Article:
Learning and Applying Six Sigma in a Data RBE

The objective of a Data RBE is to resolve a quantifiable problem. Examples are: too many defects, too much variation in the time it takes to process a transaction, accounts receivables outstanding too long, customer service levels too low, etc.

Activity begins before the workshop. First, senior management writes a charter document explaining the problem. Affected managers assign names and commit the time for themselves and/or their people to work on the problem solving team. 

An example of a Data RBE is shown in the inset. 

We begin by discussing the Six Sigma philosophy and process, or if the client prefers, the Total Quality Management version. 

Next we conduct a simulation so that those in attendance can experience the same problem, and same frustration in solving it without Six Sigma tools.

They we go into the core Six Sigma tools themselves; those seven tools that Ishikawa says can be used to solve 95% of all problems within a company. We use many examples from life, newspapers, and other companies to help attendees understand the principles. They also practice with the seven tools on the some of the examples. We take the fear out of Six Sigma by showing that with some of the tools you only need to know how to point, some only require you add, subtract, multiply, and divide, others only require you to think and write, and of course some use statistics. But even those with statistics do not require courses in statistics, but some basic understanding and the ability to follow some documented procedures.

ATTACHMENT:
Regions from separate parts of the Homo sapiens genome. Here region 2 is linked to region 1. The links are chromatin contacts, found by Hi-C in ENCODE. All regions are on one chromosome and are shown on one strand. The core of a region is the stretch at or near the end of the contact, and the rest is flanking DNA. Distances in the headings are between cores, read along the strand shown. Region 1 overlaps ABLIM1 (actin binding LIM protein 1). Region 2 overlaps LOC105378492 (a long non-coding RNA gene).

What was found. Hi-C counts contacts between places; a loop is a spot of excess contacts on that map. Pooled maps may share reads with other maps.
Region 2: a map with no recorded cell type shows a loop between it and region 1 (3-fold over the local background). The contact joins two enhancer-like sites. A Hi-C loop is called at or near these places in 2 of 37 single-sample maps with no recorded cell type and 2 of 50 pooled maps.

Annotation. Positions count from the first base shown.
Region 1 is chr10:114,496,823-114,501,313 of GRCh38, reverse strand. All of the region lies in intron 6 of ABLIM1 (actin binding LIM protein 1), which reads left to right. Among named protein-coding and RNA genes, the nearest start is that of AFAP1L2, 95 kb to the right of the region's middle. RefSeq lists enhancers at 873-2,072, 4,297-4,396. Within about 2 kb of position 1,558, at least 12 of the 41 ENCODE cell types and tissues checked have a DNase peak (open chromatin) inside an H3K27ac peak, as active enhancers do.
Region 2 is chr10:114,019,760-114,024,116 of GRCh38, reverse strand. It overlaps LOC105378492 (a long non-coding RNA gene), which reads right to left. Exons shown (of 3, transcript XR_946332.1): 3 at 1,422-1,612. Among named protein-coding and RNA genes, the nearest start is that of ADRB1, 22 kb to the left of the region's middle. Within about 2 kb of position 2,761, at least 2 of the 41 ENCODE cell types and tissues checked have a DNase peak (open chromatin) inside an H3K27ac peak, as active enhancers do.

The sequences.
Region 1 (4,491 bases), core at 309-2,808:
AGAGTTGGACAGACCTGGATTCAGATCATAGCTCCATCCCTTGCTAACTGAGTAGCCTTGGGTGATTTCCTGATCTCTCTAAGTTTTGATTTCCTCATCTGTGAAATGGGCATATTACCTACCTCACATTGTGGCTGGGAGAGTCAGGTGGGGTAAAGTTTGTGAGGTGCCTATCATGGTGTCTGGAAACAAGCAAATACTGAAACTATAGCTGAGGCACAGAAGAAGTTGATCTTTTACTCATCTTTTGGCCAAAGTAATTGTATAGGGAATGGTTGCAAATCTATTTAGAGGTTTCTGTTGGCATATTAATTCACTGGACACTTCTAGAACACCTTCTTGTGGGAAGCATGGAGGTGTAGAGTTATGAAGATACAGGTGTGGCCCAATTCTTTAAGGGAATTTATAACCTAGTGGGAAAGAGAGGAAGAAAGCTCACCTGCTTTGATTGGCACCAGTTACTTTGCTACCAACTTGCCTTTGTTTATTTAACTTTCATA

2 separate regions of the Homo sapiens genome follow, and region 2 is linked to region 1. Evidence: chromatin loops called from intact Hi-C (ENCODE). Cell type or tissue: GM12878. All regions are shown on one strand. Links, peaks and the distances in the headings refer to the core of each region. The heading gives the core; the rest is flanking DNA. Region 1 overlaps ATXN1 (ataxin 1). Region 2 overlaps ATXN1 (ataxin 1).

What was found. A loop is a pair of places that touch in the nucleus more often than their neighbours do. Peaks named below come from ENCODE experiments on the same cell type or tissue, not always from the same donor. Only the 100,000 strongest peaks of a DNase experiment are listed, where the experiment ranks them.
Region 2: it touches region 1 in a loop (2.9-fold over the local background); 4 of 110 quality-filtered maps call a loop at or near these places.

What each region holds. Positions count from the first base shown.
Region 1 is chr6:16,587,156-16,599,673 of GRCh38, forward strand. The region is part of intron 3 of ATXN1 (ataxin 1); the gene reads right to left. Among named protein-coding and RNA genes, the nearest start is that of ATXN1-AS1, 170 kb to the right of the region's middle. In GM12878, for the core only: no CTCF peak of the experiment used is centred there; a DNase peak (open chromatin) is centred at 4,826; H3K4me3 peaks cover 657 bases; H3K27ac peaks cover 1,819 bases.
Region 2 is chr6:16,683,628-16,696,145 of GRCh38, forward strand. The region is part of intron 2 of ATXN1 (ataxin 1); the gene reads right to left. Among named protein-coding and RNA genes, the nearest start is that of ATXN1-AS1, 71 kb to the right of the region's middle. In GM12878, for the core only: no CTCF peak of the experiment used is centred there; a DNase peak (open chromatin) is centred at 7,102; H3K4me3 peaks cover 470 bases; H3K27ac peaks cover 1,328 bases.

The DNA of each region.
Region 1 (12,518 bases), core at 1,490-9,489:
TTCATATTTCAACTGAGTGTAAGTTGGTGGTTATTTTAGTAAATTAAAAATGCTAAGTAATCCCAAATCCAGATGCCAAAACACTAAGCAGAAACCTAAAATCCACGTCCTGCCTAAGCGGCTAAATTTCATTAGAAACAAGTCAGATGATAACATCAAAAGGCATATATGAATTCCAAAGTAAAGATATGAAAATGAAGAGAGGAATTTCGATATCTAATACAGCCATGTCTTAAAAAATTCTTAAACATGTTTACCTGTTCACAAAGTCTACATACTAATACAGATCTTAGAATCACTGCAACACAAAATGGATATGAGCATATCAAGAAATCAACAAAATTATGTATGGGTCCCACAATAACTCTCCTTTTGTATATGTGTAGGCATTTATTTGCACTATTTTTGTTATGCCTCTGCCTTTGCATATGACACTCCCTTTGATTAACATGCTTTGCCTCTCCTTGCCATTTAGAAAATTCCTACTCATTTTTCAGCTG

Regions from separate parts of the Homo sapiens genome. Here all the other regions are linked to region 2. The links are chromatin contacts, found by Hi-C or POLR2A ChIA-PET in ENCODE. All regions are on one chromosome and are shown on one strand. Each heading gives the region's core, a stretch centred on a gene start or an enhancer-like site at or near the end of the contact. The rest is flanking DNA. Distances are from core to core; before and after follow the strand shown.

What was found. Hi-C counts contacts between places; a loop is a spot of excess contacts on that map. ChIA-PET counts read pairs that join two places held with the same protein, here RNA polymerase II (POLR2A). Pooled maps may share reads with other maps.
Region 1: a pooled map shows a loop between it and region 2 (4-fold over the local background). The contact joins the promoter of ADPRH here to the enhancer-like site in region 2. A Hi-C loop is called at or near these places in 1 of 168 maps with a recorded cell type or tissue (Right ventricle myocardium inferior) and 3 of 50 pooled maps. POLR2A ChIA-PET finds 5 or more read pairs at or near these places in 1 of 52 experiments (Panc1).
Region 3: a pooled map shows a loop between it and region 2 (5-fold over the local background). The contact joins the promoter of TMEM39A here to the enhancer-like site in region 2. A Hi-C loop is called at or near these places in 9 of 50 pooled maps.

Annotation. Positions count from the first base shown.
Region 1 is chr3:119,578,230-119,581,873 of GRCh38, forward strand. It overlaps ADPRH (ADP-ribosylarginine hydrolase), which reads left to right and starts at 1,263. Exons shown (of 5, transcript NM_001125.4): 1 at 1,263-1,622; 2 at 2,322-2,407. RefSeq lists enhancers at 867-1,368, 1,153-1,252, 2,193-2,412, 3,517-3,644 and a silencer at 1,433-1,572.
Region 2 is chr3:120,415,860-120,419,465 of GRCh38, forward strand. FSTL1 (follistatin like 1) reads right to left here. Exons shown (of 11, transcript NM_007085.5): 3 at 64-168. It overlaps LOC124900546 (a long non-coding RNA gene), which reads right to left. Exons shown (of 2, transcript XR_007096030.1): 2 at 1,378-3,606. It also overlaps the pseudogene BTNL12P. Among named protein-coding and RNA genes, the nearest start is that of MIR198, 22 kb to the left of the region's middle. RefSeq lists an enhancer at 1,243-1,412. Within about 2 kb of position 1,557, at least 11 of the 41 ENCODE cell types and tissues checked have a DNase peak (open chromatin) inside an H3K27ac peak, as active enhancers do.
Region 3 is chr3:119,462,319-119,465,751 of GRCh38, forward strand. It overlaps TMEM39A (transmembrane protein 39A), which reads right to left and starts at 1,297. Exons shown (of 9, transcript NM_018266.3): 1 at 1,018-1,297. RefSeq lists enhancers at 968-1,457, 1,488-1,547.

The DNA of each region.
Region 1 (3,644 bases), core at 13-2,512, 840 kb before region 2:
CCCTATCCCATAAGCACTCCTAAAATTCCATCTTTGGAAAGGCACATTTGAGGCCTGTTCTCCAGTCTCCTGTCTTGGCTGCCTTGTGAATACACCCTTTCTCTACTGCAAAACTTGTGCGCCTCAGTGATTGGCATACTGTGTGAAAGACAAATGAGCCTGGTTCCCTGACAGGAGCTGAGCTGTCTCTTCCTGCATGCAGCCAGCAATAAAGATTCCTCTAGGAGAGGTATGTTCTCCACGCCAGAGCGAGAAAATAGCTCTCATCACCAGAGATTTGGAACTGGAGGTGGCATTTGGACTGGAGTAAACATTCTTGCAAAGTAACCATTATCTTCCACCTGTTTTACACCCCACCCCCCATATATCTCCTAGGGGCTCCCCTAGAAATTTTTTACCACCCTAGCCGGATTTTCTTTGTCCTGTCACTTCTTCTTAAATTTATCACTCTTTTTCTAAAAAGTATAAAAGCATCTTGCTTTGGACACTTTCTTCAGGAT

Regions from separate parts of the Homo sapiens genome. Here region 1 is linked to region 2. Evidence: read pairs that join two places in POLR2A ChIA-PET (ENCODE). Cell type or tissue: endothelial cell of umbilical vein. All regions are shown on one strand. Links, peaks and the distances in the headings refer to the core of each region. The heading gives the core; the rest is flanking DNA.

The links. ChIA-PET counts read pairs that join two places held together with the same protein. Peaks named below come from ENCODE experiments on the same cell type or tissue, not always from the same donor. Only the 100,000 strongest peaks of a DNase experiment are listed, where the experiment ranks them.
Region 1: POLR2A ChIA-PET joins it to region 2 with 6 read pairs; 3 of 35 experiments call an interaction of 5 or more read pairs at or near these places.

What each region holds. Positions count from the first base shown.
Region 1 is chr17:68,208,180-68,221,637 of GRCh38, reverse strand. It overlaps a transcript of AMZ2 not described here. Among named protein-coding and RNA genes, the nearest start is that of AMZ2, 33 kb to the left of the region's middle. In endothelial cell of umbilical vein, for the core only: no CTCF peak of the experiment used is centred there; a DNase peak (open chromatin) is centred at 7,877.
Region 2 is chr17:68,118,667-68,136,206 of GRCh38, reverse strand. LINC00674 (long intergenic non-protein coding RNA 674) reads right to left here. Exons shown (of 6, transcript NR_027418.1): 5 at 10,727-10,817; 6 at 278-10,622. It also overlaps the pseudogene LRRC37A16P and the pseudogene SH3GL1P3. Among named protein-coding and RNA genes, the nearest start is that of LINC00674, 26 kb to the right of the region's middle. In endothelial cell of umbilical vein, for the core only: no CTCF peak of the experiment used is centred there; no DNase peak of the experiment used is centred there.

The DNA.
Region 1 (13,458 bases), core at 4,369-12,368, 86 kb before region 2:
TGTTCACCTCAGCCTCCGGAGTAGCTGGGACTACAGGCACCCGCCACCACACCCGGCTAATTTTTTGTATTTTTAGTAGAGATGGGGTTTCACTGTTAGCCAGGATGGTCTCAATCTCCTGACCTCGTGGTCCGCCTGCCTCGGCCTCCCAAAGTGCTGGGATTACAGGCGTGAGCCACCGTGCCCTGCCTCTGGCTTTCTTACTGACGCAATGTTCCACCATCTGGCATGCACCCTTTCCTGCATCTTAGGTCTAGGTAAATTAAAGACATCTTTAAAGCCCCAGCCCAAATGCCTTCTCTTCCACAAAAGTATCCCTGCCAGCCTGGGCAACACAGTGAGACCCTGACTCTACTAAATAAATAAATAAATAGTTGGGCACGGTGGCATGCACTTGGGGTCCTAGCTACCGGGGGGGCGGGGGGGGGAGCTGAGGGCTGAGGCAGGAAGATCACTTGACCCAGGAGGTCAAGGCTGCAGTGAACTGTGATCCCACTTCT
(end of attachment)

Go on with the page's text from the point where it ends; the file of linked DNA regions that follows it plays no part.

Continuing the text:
Next we conduct simulation again. This time the attendees are charged with using the appropriate tools to analyze the problems and make improvements. 

Then the Problem Solving Storyboard is explained. We use an example of the Storyboard from the simulation, plus examples from other problem solving teams.

Finally, near the end of the first day or the morning of the second, the teams begin to complete their own Problem Solving Storyboard. In the process of doing that, they will: 

  1. Define the problem and its limits

  2. Verify the necessary people are on the team

  3. Define the performance measures and the goal,

  4. Describe the priority of this problem and potential problems to success,

  5. Flowchart the process(s)

  6. Develop a cause & effect diagram

  7. Analyze the data they have and create a data collection procedure for what they need,

  8. Schedule follow-up meetings for the team, and with the PCI, 

  9. Schedule reviews with senior management, and

  10. Put a project plan together showing the known action items to be completed (e.g., train people on data collection, assign someone to enter the data on a daily basis, develop spreadsheets or programs to analyze the data; and when the root cause is known, additions to the action plan will show necessary changes to be made). 

After the two-day Data RBE, the team will continue to document the steps they take and the results they achieve on the Storyboard. Depending on the scope and complexity of the problem the team may meet periodically for several months. When the initial goals are reached, they will either tighten them and continue, or document how the new Standard process and dissolve this team so the members can work on other problem solving teams.